In Dreams of the Burning Child, David Lee Miller explores the uncanny persistence of filial sacrifice as a motif in English literature and its classical and biblical antecedents. He combines strikingly original reinterpretations of the Aeneid, Hamlet, The Winter's Tale, and Dombey and Son with perceptive accounts of dreams found in memoirs, poems, and psychoanalytic texts.
Miller looks closely at the grisly fantasy of the sacrifice of sons as it is depicted in classical epic, early modern drama, the nineteenth-century novel, the postcolonial novel, the lyric, the funeral elegy, sacred scriptures, and psychoanalytic theory. He also draws examples from painting, sculpture, photography, and architecture into a witty and engaging discussion that ranges from the binding of Isaac to Chinua Achebe's Things Fall Apart, and from questions of literary history to the dilemmas of patriarchal masculinity.
|Publisher:||Cornell University Press|
|File size:||28 MB|
|Note:||This product may take a few minutes to download.|
|Age Range:||18 Years|
About the Author
David Lee Miller is Professor of English and Comparative Literature at the University of South Carolina. He is the author of The Poem's Two Bodies: The Poetics of the 1590 'Faerie Queene' as well as coeditor of several books, including The Production of English Renaissance Culture, also from Cornell.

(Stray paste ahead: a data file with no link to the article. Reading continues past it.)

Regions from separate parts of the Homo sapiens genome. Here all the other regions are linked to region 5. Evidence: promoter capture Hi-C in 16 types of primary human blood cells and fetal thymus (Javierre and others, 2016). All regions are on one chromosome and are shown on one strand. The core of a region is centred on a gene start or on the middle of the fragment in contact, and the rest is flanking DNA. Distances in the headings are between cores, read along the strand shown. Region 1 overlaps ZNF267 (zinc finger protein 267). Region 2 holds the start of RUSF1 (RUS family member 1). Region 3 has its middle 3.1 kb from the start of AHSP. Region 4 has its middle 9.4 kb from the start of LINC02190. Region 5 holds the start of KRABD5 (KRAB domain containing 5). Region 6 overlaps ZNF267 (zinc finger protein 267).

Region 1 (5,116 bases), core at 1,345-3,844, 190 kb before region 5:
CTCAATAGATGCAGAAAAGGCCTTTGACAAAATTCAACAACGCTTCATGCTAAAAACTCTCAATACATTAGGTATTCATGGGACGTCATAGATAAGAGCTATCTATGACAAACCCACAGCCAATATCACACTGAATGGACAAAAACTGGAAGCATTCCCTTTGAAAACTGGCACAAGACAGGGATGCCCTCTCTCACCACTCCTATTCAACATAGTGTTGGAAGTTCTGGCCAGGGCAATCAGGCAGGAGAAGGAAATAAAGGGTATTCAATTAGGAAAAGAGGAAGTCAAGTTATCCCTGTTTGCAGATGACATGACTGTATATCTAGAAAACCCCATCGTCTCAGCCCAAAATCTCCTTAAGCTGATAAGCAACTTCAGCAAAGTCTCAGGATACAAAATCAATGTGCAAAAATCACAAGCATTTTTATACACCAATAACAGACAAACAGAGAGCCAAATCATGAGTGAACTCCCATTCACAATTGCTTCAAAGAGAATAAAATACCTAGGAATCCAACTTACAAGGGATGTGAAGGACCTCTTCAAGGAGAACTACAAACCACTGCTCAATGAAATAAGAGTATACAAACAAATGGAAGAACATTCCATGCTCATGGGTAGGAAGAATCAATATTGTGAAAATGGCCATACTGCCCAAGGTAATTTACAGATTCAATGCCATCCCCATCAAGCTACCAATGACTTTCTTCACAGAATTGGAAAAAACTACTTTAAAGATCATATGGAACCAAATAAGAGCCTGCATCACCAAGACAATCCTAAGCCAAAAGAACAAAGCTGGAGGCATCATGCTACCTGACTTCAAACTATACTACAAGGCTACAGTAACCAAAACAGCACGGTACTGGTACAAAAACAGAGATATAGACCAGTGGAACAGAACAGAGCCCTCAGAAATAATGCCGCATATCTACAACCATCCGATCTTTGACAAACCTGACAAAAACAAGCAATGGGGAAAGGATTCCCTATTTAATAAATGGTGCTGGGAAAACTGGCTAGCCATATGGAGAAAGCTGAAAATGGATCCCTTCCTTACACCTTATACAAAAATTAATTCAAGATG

What People are Saying About This
"In Dreams of the Burning Child, David Lee Miller brilliantly illuminates a large number of crucial texts from Western literature, including most prominently The Aeneid, Hamlet, The Winter's Tale, and Dickens's Dombey and Son. He also sheds light on one of the sustaining narrative patterns of Western patriarchy, the sacrifice of sons by their fathers. The sweep of Miller's argument, the cultural centrality of his concerns, and the methodological sophistication of his approach make this an exhilarating and deeply informative book."
"David Lee Miller has written a rich, generous book of easy power, one that transforms a good deal of important work in cultural studies of religion and theory of the subject into a thesis of brilliance, clarity, and elegant simplicity. His prose is witty, lyrical, assured, and structurally tight, with certain topoi and lines of thought running through the whole in persuasive and surprising ways."